The scientists have already managed to degrad 10 types of PFCAs and PFECAs.
PFAS substances are a class of some 12,000 synthetic chemicals that have been in widespread use since the 1940s in a variety of products from nonstick cookware to waterproof makeup and from electronics to food packaging.
But there is a problem with them: these per- and polyfluoroalkyl substances contain an unbreakable bond between carbon and fluorine atoms, which means they continue to contaminate our water sources for decades and centures because they do not break down in nature.
“Over the past 70 years, PFAS have contaminated virtually every drop of water on the planet, and their strong carbon-fluorine bond allows them to pass through most water treatment systems completely unharmed,” explains a team of scientists at the University of California, Los Angeles, and Northwestern University in the United States.
“They can accumulate in the tissues of people and animals over time and cause harm in ways that scientists are just beginning to understand. Certain cancers and thyroid diseases, for example, are associated with PFAS,” they elucidate.
In a breakthrough, however, the American chemists have finally come up with a solution as to what to do with these pervesive pollutants: Once water is heated to between 80 degress Celcius and 120 degrees Celcius, common solvents and reagents can severe molecular bonds in PFAS, they explain.
“PFAS have been referred to as ‘forever chemicals’ because of their resistance to most biological and chemical degradation mechanisms. Most current methods use very harsh conditions to decompose these compounds,” the scientists note in a paper, adding that they have found a potential weak spot in carboxylic acid–containing PFAS.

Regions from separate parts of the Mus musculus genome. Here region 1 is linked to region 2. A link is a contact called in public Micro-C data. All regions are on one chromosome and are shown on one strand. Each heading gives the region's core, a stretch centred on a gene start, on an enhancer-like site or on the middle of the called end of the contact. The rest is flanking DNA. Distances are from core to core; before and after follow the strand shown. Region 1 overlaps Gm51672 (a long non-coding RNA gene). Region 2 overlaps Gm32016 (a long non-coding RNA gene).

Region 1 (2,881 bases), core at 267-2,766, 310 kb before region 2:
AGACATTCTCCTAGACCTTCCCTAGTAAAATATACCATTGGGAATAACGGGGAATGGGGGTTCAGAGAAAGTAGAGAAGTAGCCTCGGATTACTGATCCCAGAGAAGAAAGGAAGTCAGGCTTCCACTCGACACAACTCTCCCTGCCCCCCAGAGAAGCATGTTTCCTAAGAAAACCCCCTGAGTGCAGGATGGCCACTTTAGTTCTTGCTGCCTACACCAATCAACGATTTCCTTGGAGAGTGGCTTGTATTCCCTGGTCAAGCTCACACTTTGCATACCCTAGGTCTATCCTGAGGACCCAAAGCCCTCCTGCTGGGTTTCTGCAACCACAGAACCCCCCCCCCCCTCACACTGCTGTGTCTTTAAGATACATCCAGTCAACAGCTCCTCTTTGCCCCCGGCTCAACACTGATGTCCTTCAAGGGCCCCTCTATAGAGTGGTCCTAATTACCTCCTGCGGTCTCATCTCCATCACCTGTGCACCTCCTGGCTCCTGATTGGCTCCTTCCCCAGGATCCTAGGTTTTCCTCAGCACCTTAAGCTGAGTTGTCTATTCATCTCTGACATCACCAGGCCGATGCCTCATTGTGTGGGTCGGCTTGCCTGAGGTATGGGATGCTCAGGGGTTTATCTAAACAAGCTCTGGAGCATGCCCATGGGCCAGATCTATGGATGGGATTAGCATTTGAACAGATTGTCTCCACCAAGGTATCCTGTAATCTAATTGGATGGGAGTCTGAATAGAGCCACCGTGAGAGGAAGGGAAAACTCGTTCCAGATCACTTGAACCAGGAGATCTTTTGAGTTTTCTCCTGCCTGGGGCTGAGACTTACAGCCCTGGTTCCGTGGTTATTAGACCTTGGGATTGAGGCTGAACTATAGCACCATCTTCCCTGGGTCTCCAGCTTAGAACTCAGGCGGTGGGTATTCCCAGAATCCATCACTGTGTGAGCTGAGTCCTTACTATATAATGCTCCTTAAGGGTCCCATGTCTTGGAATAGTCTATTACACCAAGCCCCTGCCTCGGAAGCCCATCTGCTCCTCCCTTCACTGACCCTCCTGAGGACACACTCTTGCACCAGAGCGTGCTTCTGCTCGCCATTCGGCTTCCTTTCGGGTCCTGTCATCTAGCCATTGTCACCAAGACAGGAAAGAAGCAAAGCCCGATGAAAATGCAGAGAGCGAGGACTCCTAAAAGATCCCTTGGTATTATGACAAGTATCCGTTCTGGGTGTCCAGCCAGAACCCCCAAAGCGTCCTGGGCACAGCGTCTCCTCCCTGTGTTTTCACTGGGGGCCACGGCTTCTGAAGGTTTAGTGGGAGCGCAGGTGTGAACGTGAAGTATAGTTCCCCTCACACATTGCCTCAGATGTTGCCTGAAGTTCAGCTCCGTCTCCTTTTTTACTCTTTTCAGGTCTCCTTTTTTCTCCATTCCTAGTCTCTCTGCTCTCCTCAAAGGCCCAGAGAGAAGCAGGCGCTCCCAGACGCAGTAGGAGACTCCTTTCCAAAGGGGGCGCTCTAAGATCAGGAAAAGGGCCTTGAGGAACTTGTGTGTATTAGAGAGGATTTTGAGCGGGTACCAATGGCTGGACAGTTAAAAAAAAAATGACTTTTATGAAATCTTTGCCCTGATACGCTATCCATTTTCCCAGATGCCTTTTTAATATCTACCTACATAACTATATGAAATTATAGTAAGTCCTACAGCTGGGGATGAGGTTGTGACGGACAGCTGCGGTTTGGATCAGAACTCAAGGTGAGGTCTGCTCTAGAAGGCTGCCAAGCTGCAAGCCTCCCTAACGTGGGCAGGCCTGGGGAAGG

“Decarboxylation in polar, non-protic solvents yields a carbanion that rapidly decomposes [through a process that involves] fluoride elimination, hydroxide addition, and carbon-carbon bond scission,” they add.
The discovery followed from an observation by William Dichtel, a professor of chemistry at Northwestern, and Brittany Trang, a doctoral student, who noticed that even though PFAS molecules contain a long “tail” of carbon-fluorine bonds that remain impervious to forces in nature, their “head” group often contains charged oxygen atoms, which react strongly with other molecules.
So the scientists set about building a “chemical guillotine” by heating the PFAS in water with dimethyl sulfoxide and sodium hydroxide, which lopped off the head and left behind an exposed, reactive tail.
“That triggered all these reactions, and it started spitting out fluorine atoms from these compounds to form fluoride, which is the safest form of fluorine,” Dichtel says. “Although carbon-fluorine bonds are super-strong, that charged head group is the Achilles’ heel.”
The scientists have already managed to degrade 10 types of perfluoroalkyl carboxylic acids (PFCAs) and perfluoroalkyl ether carboxylic acids (PFECAs), including perfluorooctanoic acid (PFOA).
The new method will work for most PFAS that contain carboxylic acids, they say. Hopefully it will also help identify weak spots in other classes of PFAS.
Despite the encouraging results, however, further research will need to be done to see how best to eradicate the thousands of other types of PFAS, but soon we may well have a method for eradicating these harmful forever chemicals from nature.